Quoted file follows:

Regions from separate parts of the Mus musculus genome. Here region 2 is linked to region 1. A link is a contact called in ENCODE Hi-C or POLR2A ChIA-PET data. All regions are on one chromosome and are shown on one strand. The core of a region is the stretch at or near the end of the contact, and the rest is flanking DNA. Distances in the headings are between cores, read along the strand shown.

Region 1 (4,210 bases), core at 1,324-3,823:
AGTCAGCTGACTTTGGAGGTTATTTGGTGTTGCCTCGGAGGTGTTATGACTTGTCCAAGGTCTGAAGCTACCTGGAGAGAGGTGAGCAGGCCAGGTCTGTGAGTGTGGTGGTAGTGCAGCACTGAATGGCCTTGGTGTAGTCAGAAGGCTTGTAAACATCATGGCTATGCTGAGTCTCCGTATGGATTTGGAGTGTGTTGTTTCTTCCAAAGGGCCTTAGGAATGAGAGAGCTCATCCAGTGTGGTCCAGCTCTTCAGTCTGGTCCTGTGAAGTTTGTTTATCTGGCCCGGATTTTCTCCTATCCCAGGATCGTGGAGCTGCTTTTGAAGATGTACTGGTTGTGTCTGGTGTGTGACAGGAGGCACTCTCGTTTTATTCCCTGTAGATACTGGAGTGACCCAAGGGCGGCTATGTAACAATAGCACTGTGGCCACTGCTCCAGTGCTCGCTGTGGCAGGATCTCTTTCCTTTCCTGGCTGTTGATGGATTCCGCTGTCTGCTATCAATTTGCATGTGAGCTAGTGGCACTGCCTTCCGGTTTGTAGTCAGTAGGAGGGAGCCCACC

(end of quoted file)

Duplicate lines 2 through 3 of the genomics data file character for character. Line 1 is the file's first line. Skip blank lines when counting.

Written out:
Region 1 (4,210 bases), core at 1,324-3,823:
AGTCAGCTGACTTTGGAGGTTATTTGGTGTTGCCTCGGAGGTGTTATGACTTGTCCAAGGTCTGAAGCTACCTGGAGAGAGGTGAGCAGGCCAGGTCTGTGAGTGTGGTGGTAGTGCAGCACTGAATGGCCTTGGTGTAGTCAGAAGGCTTGTAAACATCATGGCTATGCTGAGTCTCCGTATGGATTTGGAGTGTGTTGTTTCTTCCAAAGGGCCTTAGGAATGAGAGAGCTCATCCAGTGTGGTCCAGCTCTTCAGTCTGGTCCTGTGAAGTTTGTTTATCTGGCCCGGATTTTCTCCTATCCCAGGATCGTGGAGCTGCTTTTGAAGATGTACTGGTTGTGTCTGGTGTGTGACAGGAGGCACTCTCGTTTTATTCCCTGTAGATACTGGAGTGACCCAAGGGCGGCTATGTAACAATAGCACTGTGGCCACTGCTCCAGTGCTCGCTGTGGCAGGATCTCTTTCCTTTCCTGGCTGTTGATGGATTCCGCTGTCTGCTATCAATTTGCATGTGAGCTAGTGGCACTGCCTTCCGGTTTGTAGTCAGTAGGAGGGAGCCCACC